When Doreen and Martina both suffered brain injuries as adults, the hospital was there to provide the urgent medical care they needed. But once they were recovered physically, there was nowhere for them to go.
Individuals who have a brain injury can have a range of symptoms and their support needs can be very different and complex. Many people require 24-hour support and live in a personal care home or a community home with staff support.
In the case of Doreen and Martina, there wasn’t a place for them to go, and years passed them by while living in a hospital room with no one to take them out to join activities, or meet friends. Both women had a very limited life.
“I missed cooking when I was in the hospital. I don’t know how many times I’ve cooked bannock since I’ve gotten out of the hospital,” said Doreen.
The reality of a hospital stay is that it is meant for short stays or for very sick people. Living in a hospital room while also adjusting to your new abilities after a brain injury can be difficult and depressing. After over 700 days in hospital, there was no community, no activities, nothing but television and staff for company. “I used to get up early and then walk around and say “hi” at all of their desks,” said Martina.
Without any other options, St. Amant was approached by the Winnipeg Regional Health Authority to open a new service. With our experience supporting people with intellectual and developmental disabilities, we were seen as an organization with the talent and expertise to provide the kind of service needed for people who have suffered a brain injury and have similar needs. And last year, St.Amant opened two homes to give Doreen, Martina and three other individuals, the kind of life and opportunities they deserve.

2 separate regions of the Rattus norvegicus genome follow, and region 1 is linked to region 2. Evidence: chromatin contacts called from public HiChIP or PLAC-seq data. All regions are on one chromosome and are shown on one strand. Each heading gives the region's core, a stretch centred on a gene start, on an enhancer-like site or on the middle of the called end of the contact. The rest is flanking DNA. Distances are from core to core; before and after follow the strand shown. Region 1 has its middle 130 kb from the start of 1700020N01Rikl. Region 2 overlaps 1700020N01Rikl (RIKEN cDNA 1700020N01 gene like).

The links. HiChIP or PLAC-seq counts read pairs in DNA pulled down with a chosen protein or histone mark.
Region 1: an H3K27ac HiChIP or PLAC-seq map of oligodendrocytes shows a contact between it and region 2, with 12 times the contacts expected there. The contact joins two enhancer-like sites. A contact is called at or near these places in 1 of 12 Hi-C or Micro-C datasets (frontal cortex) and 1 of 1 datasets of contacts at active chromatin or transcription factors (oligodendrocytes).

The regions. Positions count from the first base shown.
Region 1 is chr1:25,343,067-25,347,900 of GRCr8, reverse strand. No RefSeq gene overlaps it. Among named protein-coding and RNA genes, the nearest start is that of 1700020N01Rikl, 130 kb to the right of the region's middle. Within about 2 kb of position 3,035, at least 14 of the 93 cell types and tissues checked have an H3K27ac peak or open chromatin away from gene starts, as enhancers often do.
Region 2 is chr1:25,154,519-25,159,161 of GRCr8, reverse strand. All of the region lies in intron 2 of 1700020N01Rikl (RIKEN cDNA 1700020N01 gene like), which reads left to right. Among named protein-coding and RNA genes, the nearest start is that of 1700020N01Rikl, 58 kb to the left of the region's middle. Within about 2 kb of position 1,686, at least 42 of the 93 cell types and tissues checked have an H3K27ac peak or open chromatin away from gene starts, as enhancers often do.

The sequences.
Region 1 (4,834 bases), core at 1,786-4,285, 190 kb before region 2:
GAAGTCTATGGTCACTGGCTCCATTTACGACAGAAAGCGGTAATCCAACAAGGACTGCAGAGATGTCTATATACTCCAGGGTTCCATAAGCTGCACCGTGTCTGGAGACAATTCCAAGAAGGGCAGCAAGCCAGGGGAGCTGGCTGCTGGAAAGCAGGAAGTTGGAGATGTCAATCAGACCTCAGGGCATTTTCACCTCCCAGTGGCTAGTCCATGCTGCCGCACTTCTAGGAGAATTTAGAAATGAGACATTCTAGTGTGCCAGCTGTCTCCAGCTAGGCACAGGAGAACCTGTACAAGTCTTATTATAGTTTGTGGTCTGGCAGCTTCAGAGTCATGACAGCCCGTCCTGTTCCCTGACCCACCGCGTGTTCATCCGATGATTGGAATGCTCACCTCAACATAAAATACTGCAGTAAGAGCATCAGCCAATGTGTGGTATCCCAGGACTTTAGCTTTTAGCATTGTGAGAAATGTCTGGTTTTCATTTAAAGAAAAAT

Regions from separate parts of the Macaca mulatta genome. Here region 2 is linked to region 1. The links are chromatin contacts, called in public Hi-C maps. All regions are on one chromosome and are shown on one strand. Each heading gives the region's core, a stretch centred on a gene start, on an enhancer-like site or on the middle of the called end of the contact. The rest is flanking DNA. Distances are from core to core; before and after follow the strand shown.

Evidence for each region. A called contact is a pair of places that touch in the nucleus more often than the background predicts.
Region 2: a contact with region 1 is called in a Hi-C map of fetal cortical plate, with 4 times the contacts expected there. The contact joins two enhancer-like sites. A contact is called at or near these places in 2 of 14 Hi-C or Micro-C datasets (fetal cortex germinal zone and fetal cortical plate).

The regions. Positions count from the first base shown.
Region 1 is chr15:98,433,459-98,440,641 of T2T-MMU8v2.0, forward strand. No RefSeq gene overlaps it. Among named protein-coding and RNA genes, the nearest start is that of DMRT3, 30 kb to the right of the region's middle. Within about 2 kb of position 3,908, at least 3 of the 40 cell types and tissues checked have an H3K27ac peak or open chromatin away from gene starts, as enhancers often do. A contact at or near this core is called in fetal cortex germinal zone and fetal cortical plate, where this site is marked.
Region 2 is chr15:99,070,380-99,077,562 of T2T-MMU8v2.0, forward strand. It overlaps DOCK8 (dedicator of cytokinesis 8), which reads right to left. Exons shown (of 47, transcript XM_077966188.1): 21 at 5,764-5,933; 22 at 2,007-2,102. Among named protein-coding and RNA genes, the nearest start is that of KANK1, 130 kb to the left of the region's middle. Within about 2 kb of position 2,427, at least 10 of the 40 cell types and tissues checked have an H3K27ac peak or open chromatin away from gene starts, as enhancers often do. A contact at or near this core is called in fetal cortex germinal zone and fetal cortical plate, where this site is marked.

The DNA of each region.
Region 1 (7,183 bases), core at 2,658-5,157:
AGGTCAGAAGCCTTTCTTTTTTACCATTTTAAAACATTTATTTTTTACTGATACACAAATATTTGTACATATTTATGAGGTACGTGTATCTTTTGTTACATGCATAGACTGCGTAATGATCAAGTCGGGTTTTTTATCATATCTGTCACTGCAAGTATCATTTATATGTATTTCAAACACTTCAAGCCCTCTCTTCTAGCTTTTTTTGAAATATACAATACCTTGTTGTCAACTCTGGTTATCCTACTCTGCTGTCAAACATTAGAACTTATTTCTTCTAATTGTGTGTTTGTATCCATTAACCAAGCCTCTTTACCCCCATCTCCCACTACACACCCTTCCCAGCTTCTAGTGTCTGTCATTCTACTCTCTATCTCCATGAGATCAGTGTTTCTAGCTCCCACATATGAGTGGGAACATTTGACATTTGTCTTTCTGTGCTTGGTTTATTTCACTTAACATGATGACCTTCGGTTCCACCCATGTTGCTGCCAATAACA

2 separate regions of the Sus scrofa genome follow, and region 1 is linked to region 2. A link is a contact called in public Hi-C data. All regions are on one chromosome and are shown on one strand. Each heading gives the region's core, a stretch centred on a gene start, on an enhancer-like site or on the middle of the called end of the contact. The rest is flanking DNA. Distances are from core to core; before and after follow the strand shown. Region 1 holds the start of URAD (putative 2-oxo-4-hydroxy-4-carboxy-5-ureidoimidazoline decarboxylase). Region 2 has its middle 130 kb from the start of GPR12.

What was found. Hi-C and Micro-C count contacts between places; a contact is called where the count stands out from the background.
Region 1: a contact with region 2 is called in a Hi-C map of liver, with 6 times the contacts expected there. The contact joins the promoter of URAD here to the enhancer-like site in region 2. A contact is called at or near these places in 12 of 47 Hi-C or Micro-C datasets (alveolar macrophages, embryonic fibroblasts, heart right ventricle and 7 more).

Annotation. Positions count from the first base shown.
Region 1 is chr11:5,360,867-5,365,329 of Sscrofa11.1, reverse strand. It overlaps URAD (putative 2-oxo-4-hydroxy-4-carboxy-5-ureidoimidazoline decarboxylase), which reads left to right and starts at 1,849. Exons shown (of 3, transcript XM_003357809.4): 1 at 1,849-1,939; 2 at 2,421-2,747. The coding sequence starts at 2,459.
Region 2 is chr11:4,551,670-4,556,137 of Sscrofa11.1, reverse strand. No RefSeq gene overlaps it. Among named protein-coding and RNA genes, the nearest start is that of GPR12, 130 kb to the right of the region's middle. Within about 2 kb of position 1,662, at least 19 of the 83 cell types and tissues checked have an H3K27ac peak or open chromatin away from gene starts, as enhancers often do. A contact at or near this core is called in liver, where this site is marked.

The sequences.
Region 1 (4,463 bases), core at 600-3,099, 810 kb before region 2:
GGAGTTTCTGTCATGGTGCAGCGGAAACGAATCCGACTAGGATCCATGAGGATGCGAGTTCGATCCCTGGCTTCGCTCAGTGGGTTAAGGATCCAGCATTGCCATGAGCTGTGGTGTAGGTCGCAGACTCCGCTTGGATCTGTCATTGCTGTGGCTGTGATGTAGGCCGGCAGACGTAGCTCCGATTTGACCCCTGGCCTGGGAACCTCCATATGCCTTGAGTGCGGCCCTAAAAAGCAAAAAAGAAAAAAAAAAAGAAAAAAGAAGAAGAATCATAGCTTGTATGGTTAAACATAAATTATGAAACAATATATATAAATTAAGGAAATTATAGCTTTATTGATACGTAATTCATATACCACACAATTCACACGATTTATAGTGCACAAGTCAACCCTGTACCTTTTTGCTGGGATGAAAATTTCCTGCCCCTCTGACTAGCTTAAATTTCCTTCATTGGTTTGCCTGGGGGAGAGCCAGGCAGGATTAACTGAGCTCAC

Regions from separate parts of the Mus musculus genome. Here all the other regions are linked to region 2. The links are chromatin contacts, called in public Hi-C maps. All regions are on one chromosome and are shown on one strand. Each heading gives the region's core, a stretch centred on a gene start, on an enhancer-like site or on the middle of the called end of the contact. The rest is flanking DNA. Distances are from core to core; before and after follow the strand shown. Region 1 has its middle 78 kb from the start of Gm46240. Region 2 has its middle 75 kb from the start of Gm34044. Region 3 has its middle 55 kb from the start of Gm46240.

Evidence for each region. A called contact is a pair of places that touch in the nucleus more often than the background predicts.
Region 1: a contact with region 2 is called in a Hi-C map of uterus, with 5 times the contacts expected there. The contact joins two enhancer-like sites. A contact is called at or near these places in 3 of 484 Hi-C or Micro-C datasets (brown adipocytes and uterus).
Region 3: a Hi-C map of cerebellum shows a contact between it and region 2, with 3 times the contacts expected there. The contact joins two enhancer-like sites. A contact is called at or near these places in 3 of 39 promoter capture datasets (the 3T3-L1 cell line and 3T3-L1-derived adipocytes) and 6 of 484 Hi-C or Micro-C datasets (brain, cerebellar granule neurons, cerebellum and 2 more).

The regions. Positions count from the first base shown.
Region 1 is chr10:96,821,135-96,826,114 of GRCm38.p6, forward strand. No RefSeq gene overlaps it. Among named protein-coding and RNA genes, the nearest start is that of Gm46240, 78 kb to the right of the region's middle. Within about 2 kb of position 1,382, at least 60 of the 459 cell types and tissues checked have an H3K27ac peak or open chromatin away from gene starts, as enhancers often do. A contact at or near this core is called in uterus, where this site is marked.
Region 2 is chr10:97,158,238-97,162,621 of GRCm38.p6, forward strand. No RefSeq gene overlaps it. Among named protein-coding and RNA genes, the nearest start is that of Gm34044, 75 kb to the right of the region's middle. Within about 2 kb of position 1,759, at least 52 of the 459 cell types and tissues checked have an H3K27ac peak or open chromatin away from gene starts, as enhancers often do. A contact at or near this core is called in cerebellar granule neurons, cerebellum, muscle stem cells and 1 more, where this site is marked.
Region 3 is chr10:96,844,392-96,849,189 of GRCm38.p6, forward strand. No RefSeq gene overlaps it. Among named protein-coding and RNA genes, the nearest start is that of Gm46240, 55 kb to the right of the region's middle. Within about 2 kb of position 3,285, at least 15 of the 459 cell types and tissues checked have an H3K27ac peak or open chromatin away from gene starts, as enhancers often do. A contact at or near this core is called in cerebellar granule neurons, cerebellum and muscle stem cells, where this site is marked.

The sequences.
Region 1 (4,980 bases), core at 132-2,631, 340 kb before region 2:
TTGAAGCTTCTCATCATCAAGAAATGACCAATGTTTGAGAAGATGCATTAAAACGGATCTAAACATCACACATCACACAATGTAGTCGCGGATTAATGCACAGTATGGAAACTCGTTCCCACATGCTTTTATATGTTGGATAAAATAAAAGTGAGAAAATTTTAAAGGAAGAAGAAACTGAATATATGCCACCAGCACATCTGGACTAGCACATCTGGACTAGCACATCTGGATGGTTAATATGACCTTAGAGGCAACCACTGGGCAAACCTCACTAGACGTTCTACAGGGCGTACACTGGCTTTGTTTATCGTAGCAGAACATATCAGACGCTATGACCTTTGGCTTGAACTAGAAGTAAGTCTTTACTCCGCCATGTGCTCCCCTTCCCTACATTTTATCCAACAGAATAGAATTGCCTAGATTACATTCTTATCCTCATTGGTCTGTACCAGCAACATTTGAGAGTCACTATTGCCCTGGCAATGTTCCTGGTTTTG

Doreen and Martina are both vibrant women who crave a social circle and the time and space to enjoy their favorite activities. Helping them move to the community was a wonderful opportunity to see two people emerge from their shell and begin to enjoy life again.
“It feels like home as I do everything myself like making coffee in the morning and I can cook anything I want. Tina is my friend, we share our food. It’s important to me; everything in our home is for both of us. We share everything,” said Doreen.
Doreen enjoys crocheting, baking, participating in her weekly drum group and bingo. The regular routine of the home is important to her and she works hard to make everyone feel welcome.
Martina loves music and dancing, working out at the local YM-YWCA and enjoys getting outside for fresh air and daily walks. She eagerly anticipates every visit with her sister and her twin nephews. Martina sees Doreen as both a friend and a mentor, taking the opportunity to learn how to cook and practice some of her home language of Cree.
“I have a roommate I love, I love my roommate. I love the community. Compared to the hospital, I have freedom, I go shopping and watch movies at the theatres,” said Martina.
Although the women require support to get where they need to go, to ensure there’s food in the fridge and to make safe choices, both women choose how to spend their time. They participate in meaningful activities and have made connections and friends in their new community. Just like you and me, the people St.Amant supports want to connect with others, feel a part of their community and make a difference in the world.
“Everybody that lives here is laughing and making jokes. What can I say? One time my late mom told me when somebody comes to your home, make sure you give them a cup of tea or some bannock. You are giving them hope; you are giving them life. You are showing them love,” said Doreen.
Each day, children and adults with developmental disabilities and autism rely on St.Amant’s services. You can help them have a meaningful quality of life by making a generous donation to the St.Amant Foundation.
By donating to St.Amant, you will support:
- Accessible and inclusive recreational activities
- Renovation of living spaces to ensure they’re accessible, hospitable, safe and desirable places to live
- iPads, computers and communication devices to inspire, engage and teach
- Development of a classroom for children with autism
- Simple things that make a big difference, like eye glasses and hearing aids
- Complex projects like research and new, innovative services